- Could it be you didn’t project enough confidence on the call? Create a list of common UX interview questions (google them online) and come up with answers that are congruent to you.
- Perhaps you didn’t show them what they needed to see in your portfolio. You have to reflect on what didn’t work and focus on fixing that.
- The company is weird/nuts/insane. Sometimes the person on the other line doesn’t connect with you because you two aren’t a good fit. Either way, I wouldn’t sweat that too much. Next!
Common Problem 3: I got the interview with the team, but they didn’t invite me back!
This may be due to a number of factors:
- This one is a bit tougher. You have to reflect where things went poorly. Sometimes it could be just that you answered one question wrong. Could be your presentation wasn’t compelling. Could be you didn’t do a great job during the design challenge they set up for you. Could be you got tired. Whatever it is — this is ALL free feedback to make you better next time! You can always ask the recruiter for a reason why they didn’t hire you. Sometimes they’ll give it sometimes they won’t. Either way, it doesn’t hurt to ask.
- Someone on the team didn’t like your answer or didn’t like you for some reason. Could have been your garlic breathe. Who knows? This can happen (and has happened to me). It’s tough to make everyone your advocate. Keep calm, carry on.
- They have a better candidate who is possibly cheaper than you or they like more that you. Hey, it could happen! We like to think there aren’t others more qualified than ourselves, but it’s true. Don’t worry about that and keep trying.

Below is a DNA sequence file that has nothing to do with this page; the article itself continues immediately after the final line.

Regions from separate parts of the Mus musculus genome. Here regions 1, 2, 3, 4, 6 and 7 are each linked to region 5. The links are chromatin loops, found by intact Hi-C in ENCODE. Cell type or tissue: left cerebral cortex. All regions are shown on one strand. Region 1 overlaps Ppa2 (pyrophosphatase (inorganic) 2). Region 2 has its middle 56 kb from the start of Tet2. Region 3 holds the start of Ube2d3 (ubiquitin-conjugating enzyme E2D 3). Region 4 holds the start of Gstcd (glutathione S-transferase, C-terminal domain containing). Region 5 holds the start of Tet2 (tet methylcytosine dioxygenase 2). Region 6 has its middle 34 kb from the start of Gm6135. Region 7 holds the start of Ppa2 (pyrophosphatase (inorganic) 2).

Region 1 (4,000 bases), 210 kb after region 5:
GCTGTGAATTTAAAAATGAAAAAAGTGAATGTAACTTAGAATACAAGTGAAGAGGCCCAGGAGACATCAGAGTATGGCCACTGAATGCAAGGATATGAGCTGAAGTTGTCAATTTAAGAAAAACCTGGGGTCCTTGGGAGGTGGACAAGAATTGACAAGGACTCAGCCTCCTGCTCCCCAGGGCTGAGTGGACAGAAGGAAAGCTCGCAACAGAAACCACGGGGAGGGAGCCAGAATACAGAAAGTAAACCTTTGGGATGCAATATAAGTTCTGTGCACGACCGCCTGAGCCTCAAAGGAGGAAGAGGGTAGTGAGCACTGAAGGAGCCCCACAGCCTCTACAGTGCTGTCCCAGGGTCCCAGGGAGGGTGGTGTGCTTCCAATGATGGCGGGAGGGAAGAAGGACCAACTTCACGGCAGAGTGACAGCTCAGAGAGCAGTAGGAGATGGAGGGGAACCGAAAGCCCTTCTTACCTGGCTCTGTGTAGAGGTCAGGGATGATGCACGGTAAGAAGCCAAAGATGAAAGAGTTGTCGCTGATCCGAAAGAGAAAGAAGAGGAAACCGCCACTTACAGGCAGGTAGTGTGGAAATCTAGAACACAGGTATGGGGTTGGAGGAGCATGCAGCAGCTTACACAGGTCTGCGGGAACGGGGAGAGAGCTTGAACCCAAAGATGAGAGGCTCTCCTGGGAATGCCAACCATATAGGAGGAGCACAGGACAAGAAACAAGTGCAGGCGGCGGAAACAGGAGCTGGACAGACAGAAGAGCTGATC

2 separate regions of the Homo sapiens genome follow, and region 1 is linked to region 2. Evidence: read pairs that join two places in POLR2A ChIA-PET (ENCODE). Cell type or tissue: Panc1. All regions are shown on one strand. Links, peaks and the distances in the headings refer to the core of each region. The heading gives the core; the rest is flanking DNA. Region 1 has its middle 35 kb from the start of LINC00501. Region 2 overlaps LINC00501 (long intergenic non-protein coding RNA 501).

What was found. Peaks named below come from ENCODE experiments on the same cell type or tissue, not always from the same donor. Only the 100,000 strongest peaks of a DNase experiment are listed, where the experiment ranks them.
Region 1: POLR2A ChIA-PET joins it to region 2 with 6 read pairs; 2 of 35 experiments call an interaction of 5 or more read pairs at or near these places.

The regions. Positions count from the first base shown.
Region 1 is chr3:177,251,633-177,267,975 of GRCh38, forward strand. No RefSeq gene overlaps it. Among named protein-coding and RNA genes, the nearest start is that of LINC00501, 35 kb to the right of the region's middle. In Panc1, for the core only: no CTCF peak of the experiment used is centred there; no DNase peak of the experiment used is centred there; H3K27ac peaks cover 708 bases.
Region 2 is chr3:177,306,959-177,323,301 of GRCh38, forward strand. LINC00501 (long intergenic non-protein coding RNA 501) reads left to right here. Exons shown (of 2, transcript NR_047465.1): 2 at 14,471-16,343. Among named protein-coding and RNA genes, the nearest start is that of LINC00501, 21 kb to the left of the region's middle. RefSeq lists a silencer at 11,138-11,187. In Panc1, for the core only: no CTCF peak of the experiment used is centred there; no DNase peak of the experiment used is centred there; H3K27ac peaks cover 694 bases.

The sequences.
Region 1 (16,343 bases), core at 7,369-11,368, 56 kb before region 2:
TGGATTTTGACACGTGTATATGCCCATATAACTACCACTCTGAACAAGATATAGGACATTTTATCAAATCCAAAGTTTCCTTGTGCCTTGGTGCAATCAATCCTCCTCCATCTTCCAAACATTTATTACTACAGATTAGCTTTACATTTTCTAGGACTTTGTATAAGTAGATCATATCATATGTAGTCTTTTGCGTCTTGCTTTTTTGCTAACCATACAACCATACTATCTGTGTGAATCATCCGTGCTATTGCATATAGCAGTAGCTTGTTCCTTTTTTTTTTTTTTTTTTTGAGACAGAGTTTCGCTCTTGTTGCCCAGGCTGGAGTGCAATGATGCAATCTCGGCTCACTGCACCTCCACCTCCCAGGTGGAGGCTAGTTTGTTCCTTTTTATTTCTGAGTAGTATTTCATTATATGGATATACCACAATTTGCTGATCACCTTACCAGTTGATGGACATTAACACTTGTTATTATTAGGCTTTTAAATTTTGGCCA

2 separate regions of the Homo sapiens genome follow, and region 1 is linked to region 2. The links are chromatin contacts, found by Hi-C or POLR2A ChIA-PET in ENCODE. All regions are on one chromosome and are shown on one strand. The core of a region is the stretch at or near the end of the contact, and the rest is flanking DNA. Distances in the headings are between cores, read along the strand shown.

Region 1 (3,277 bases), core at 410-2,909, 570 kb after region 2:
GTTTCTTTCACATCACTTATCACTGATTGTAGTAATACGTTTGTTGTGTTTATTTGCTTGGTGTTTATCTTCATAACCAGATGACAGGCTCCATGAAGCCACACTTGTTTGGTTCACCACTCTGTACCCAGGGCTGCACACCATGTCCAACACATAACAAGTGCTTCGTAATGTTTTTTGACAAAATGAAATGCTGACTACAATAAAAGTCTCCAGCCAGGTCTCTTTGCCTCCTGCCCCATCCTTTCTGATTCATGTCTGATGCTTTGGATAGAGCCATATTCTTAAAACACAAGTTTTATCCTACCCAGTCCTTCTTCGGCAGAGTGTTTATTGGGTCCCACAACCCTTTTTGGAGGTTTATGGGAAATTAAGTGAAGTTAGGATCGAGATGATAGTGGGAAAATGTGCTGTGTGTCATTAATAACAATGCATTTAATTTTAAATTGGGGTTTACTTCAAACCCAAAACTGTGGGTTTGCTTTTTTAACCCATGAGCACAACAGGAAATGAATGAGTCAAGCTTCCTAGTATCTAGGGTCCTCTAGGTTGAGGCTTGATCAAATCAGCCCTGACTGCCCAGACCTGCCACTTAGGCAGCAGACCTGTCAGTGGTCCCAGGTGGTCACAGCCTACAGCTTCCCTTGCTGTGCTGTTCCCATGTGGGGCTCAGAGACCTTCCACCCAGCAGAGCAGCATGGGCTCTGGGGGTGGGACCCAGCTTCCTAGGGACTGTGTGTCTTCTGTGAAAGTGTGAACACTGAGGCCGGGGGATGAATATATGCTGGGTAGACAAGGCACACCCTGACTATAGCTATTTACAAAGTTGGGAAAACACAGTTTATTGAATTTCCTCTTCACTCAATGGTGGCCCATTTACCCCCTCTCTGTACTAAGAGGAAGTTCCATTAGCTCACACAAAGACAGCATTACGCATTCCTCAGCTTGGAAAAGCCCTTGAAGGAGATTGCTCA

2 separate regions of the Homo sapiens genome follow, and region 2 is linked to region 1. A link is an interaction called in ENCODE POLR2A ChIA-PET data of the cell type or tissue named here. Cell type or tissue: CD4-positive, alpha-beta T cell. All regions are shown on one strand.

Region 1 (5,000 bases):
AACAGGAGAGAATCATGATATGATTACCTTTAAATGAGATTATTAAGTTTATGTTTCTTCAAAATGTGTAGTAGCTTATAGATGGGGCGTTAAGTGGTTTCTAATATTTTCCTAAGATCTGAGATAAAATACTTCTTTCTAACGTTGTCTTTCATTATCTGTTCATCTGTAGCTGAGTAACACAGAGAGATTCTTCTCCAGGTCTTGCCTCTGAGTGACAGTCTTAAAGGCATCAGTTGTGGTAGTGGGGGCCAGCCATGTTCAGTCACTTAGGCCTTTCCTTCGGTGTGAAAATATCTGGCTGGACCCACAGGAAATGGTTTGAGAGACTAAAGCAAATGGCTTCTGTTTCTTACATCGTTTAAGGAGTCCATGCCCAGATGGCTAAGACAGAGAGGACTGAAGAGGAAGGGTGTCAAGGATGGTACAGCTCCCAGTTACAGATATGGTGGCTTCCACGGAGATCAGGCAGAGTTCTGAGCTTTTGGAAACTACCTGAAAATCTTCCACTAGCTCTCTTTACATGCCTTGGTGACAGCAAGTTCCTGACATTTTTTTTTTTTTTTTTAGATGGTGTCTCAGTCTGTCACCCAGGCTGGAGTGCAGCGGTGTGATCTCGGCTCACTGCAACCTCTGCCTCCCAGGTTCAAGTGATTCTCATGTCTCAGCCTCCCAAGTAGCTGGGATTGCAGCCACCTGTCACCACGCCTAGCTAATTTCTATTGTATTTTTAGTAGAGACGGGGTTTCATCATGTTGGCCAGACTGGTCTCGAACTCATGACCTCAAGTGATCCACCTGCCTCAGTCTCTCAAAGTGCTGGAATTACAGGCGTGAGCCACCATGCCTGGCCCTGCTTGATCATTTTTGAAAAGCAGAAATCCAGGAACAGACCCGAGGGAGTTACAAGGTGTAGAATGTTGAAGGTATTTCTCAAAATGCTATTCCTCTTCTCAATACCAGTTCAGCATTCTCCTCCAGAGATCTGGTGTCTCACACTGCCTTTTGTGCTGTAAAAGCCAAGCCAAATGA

Tip 4: Believe you dodged a bullet (or two)!
“Remember that sometimes not getting what you want is a wonderful stroke of luck” – Dalai Lama
I love the above Dalai Lama quote. It’s SO true. You NEVER NEVER know if the company whose interview you bombed was really the right company for you and your future. Sure people may say so and so company is a good company, but it may not have been the right company for you.
For example: you may have been put on a terrible project, your boss may not have liked you for whatever reason, your commute may have been terrible (or you ended up in an accident and got paralyzed), you may had a terrible colleague who was out to get you…who knows!
Since we aren’t fortune tellers we can’t predict the future at all, it’s not a bad idea to assume things are going perfectly as they should be. This sure beats being negative and isn’t about putting on rose-colored glasses when coupled with tips 1-3.
When I used to teach UX, I used to say this to my students when we put them into groups for projects, “The group you get put into is the right group for you.” This similar attitude, that the right job will come for you when it’s ready – is a positive one when coupled with the tips 1-3 above.
Overall, I’ve given you 4 really good tips for handling failure. Feeling bad happens to us all, but we have to adjust our thinking and our actions so that we get closer to our desired goals.
What do you think? Do you have a tip or two that may help others struggling with failures? I would love to hear them — please share below.